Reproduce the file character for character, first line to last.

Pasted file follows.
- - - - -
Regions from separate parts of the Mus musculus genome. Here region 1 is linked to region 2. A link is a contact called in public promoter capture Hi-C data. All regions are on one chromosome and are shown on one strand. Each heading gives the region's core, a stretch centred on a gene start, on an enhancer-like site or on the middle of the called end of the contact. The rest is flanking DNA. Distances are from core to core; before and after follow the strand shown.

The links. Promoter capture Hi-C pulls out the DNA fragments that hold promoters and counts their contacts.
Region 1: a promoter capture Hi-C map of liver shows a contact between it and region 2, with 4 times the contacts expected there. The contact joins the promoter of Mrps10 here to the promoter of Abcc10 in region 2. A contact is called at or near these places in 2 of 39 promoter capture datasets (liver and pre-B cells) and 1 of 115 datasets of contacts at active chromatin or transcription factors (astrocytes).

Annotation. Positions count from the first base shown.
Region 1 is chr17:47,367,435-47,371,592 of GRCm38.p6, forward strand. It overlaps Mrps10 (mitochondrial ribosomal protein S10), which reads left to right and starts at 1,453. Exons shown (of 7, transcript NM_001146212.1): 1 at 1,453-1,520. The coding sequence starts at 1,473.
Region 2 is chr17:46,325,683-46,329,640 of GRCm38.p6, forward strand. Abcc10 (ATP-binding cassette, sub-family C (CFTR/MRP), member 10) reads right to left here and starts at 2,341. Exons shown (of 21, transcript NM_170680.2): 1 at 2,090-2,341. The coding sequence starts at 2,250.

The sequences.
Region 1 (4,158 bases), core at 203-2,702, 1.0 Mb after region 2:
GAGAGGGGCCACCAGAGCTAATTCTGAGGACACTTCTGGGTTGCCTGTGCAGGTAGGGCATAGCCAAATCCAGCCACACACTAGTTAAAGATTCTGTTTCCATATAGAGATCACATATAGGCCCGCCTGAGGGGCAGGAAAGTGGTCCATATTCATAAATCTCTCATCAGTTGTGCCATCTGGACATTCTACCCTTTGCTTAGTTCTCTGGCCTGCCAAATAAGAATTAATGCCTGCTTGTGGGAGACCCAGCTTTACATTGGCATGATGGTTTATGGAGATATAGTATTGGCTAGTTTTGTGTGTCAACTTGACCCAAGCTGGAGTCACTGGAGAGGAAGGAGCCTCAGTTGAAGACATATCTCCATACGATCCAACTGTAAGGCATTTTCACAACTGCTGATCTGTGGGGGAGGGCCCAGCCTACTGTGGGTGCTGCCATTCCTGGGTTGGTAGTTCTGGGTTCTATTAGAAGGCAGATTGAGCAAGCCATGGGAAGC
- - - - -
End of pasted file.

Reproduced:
Regions from separate parts of the Mus musculus genome. Here region 1 is linked to region 2. A link is a contact called in public promoter capture Hi-C data. All regions are on one chromosome and are shown on one strand. Each heading gives the region's core, a stretch centred on a gene start, on an enhancer-like site or on the middle of the called end of the contact. The rest is flanking DNA. Distances are from core to core; before and after follow the strand shown.

The links. Promoter capture Hi-C pulls out the DNA fragments that hold promoters and counts their contacts.
Region 1: a promoter capture Hi-C map of liver shows a contact between it and region 2, with 4 times the contacts expected there. The contact joins the promoter of Mrps10 here to the promoter of Abcc10 in region 2. A contact is called at or near these places in 2 of 39 promoter capture datasets (liver and pre-B cells) and 1 of 115 datasets of contacts at active chromatin or transcription factors (astrocytes).

Annotation. Positions count from the first base shown.
Region 1 is chr17:47,367,435-47,371,592 of GRCm38.p6, forward strand. It overlaps Mrps10 (mitochondrial ribosomal protein S10), which reads left to right and starts at 1,453. Exons shown (of 7, transcript NM_001146212.1): 1 at 1,453-1,520. The coding sequence starts at 1,473.
Region 2 is chr17:46,325,683-46,329,640 of GRCm38.p6, forward strand. Abcc10 (ATP-binding cassette, sub-family C (CFTR/MRP), member 10) reads right to left here and starts at 2,341. Exons shown (of 21, transcript NM_170680.2): 1 at 2,090-2,341. The coding sequence starts at 2,250.

The sequences.
Region 1 (4,158 bases), core at 203-2,702, 1.0 Mb after region 2:
GAGAGGGGCCACCAGAGCTAATTCTGAGGACACTTCTGGGTTGCCTGTGCAGGTAGGGCATAGCCAAATCCAGCCACACACTAGTTAAAGATTCTGTTTCCATATAGAGATCACATATAGGCCCGCCTGAGGGGCAGGAAAGTGGTCCATATTCATAAATCTCTCATCAGTTGTGCCATCTGGACATTCTACCCTTTGCTTAGTTCTCTGGCCTGCCAAATAAGAATTAATGCCTGCTTGTGGGAGACCCAGCTTTACATTGGCATGATGGTTTATGGAGATATAGTATTGGCTAGTTTTGTGTGTCAACTTGACCCAAGCTGGAGTCACTGGAGAGGAAGGAGCCTCAGTTGAAGACATATCTCCATACGATCCAACTGTAAGGCATTTTCACAACTGCTGATCTGTGGGGGAGGGCCCAGCCTACTGTGGGTGCTGCCATTCCTGGGTTGGTAGTTCTGGGTTCTATTAGAAGGCAGATTGAGCAAGCCATGGGAAGC